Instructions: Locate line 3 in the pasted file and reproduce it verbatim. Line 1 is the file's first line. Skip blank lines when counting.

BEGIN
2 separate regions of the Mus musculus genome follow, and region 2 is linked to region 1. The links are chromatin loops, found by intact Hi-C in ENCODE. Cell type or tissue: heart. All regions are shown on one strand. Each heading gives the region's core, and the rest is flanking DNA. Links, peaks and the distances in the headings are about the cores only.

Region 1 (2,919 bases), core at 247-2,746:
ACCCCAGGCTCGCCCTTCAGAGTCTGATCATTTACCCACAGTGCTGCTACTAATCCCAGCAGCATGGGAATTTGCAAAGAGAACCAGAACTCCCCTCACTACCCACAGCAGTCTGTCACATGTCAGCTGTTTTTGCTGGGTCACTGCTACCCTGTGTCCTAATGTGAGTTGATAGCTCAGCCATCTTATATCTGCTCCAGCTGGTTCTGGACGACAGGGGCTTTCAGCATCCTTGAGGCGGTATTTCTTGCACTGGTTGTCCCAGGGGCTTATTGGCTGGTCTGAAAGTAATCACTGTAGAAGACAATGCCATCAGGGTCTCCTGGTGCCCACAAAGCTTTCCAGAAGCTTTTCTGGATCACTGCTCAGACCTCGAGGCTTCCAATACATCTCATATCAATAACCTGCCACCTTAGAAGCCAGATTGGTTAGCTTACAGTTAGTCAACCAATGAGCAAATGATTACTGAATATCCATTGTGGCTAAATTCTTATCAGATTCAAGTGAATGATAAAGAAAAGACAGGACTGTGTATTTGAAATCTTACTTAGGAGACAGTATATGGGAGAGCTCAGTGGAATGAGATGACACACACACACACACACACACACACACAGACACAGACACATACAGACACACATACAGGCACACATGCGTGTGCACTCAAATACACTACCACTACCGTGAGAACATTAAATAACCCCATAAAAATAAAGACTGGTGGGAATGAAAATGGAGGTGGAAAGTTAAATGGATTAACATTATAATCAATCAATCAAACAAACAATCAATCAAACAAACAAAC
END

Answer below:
ACCCCAGGCTCGCCCTTCAGAGTCTGATCATTTACCCACAGTGCTGCTACTAATCCCAGCAGCATGGGAATTTGCAAAGAGAACCAGAACTCCCCTCACTACCCACAGCAGTCTGTCACATGTCAGCTGTTTTTGCTGGGTCACTGCTACCCTGTGTCCTAATGTGAGTTGATAGCTCAGCCATCTTATATCTGCTCCAGCTGGTTCTGGACGACAGGGGCTTTCAGCATCCTTGAGGCGGTATTTCTTGCACTGGTTGTCCCAGGGGCTTATTGGCTGGTCTGAAAGTAATCACTGTAGAAGACAATGCCATCAGGGTCTCCTGGTGCCCACAAAGCTTTCCAGAAGCTTTTCTGGATCACTGCTCAGACCTCGAGGCTTCCAATACATCTCATATCAATAACCTGCCACCTTAGAAGCCAGATTGGTTAGCTTACAGTTAGTCAACCAATGAGCAAATGATTACTGAATATCCATTGTGGCTAAATTCTTATCAGATTCAAGTGAATGATAAAGAAAAGACAGGACTGTGTATTTGAAATCTTACTTAGGAGACAGTATATGGGAGAGCTCAGTGGAATGAGATGACACACACACACACACACACACACACACAGACACAGACACATACAGACACACATACAGGCACACATGCGTGTGCACTCAAATACACTACCACTACCGTGAGAACATTAAATAACCCCATAAAAATAAAGACTGGTGGGAATGAAAATGGAGGTGGAAAGTTAAATGGATTAACATTATAATCAATCAATCAAACAAACAATCAATCAAACAAACAAAC